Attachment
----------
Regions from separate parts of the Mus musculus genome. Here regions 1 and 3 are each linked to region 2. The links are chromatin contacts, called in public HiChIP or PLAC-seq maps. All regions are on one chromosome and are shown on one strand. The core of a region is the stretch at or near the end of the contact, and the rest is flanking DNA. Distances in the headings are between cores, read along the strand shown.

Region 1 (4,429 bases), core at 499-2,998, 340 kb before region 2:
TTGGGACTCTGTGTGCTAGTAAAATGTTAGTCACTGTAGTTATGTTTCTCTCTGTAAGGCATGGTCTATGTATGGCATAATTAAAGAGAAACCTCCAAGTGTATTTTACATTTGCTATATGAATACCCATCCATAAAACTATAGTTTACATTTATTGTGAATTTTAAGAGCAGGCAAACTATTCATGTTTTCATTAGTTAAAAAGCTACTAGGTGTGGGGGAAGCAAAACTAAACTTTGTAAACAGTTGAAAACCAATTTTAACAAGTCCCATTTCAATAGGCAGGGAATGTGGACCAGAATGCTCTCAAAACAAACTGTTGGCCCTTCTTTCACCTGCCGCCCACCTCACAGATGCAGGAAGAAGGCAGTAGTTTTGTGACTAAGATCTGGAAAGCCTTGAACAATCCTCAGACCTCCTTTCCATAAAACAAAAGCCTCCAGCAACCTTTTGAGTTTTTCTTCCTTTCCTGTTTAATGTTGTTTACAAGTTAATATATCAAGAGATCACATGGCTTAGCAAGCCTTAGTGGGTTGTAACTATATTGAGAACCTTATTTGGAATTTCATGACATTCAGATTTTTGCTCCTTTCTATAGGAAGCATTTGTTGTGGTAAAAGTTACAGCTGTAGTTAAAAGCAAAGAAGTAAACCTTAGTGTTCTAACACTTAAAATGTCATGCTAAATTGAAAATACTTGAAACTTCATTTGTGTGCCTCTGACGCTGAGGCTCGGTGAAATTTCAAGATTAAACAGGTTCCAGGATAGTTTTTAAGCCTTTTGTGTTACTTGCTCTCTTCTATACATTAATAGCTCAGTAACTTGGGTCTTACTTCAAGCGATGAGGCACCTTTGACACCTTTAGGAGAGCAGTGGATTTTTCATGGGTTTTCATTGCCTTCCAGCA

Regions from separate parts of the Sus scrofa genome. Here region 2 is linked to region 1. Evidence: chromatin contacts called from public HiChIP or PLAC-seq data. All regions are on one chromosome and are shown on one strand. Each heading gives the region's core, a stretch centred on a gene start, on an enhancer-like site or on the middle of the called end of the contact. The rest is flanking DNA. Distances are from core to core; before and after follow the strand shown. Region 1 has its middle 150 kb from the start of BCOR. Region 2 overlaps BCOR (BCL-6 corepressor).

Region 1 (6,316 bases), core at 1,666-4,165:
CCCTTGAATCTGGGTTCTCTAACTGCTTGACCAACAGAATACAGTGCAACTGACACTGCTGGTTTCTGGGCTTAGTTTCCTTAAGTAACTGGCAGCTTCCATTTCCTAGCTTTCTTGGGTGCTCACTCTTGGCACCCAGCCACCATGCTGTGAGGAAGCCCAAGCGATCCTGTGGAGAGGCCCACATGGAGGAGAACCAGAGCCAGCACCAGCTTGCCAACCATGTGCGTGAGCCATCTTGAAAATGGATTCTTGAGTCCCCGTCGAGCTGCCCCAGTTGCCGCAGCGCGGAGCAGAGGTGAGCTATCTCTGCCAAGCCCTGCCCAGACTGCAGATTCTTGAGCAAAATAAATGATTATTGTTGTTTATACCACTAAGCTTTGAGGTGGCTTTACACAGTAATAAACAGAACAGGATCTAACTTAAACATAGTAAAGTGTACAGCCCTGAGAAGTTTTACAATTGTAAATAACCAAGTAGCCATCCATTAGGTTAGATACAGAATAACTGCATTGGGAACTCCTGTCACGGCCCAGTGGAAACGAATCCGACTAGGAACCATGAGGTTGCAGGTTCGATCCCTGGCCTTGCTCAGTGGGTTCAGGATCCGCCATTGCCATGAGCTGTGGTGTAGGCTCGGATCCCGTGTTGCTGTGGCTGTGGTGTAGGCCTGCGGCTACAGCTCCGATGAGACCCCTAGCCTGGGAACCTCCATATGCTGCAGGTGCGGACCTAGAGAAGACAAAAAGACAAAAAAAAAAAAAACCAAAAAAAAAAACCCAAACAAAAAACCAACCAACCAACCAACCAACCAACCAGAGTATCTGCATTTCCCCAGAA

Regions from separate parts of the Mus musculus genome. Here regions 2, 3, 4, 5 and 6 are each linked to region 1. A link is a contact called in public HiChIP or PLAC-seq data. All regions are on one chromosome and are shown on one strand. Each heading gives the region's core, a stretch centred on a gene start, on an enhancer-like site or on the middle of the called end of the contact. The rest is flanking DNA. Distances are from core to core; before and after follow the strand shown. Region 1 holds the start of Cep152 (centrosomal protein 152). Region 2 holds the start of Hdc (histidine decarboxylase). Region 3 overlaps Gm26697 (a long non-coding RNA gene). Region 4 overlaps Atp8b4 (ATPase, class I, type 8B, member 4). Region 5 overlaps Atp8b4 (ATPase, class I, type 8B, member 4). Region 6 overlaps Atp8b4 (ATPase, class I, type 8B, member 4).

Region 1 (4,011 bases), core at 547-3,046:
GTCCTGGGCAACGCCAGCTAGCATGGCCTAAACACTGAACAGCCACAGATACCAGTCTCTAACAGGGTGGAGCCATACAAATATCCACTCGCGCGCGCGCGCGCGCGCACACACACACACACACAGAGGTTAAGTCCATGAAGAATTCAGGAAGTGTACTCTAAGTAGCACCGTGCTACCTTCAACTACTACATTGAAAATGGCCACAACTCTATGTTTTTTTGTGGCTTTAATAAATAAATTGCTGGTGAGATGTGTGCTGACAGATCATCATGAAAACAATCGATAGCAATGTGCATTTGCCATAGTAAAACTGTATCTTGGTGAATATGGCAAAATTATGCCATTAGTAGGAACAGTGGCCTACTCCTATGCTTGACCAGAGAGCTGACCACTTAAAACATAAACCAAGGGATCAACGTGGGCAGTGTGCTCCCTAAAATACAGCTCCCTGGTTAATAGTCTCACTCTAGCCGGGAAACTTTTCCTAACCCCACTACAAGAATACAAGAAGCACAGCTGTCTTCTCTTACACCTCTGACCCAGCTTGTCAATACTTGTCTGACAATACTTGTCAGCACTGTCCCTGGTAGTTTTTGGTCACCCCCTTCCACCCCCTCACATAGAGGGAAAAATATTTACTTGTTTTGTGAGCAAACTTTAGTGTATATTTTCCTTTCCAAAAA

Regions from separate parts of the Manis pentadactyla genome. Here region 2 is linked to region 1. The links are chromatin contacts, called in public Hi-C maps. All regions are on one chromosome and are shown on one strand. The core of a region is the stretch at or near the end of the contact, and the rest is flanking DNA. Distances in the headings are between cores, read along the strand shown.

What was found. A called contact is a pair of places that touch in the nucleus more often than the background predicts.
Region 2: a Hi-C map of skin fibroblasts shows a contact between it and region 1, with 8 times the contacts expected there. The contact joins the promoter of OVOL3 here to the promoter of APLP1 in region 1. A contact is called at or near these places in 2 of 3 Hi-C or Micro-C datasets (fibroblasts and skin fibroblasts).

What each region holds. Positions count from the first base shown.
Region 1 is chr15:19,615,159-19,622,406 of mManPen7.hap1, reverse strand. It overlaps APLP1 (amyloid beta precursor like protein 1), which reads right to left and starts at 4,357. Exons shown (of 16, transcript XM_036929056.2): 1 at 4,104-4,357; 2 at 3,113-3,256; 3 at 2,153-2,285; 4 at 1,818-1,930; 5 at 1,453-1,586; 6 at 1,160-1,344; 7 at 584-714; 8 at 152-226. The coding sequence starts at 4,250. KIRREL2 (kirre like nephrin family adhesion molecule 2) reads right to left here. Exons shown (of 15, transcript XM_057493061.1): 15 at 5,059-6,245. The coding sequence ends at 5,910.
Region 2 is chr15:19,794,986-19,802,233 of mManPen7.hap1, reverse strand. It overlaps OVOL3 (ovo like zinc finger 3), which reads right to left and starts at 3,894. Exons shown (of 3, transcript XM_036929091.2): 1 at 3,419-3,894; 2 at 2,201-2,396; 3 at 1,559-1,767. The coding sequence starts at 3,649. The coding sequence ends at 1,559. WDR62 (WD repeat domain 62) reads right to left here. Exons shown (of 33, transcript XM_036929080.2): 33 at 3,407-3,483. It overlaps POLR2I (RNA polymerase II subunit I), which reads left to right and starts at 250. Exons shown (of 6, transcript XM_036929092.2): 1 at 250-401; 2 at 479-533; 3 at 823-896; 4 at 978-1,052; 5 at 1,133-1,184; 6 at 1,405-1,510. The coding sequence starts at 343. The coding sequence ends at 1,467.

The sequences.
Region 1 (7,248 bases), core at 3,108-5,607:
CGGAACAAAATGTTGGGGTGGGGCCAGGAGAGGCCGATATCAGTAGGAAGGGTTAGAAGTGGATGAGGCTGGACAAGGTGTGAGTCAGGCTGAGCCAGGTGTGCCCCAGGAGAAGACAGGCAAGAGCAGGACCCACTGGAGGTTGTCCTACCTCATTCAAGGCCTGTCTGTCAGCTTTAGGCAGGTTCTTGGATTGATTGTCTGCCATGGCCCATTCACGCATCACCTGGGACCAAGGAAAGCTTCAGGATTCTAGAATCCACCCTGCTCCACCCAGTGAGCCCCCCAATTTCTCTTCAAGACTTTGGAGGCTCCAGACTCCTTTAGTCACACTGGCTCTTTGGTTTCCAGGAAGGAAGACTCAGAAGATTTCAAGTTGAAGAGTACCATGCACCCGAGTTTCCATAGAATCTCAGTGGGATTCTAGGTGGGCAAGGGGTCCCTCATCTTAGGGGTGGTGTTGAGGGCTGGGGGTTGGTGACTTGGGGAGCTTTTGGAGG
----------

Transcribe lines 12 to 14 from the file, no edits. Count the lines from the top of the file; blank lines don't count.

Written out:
Region 2: a Hi-C map of skin fibroblasts shows a contact between it and region 1, with 8 times the contacts expected there. The contact joins the promoter of OVOL3 here to the promoter of APLP1 in region 1. A contact is called at or near these places in 2 of 3 Hi-C or Micro-C datasets (fibroblasts and skin fibroblasts).

What each region holds. Positions count from the first base shown.
Region 1 is chr15:19,615,159-19,622,406 of mManPen7.hap1, reverse strand. It overlaps APLP1 (amyloid beta precursor like protein 1), which reads right to left and starts at 4,357. Exons shown (of 16, transcript XM_036929056.2): 1 at 4,104-4,357; 2 at 3,113-3,256; 3 at 2,153-2,285; 4 at 1,818-1,930; 5 at 1,453-1,586; 6 at 1,160-1,344; 7 at 584-714; 8 at 152-226. The coding sequence starts at 4,250. KIRREL2 (kirre like nephrin family adhesion molecule 2) reads right to left here. Exons shown (of 15, transcript XM_057493061.1): 15 at 5,059-6,245. The coding sequence ends at 5,910.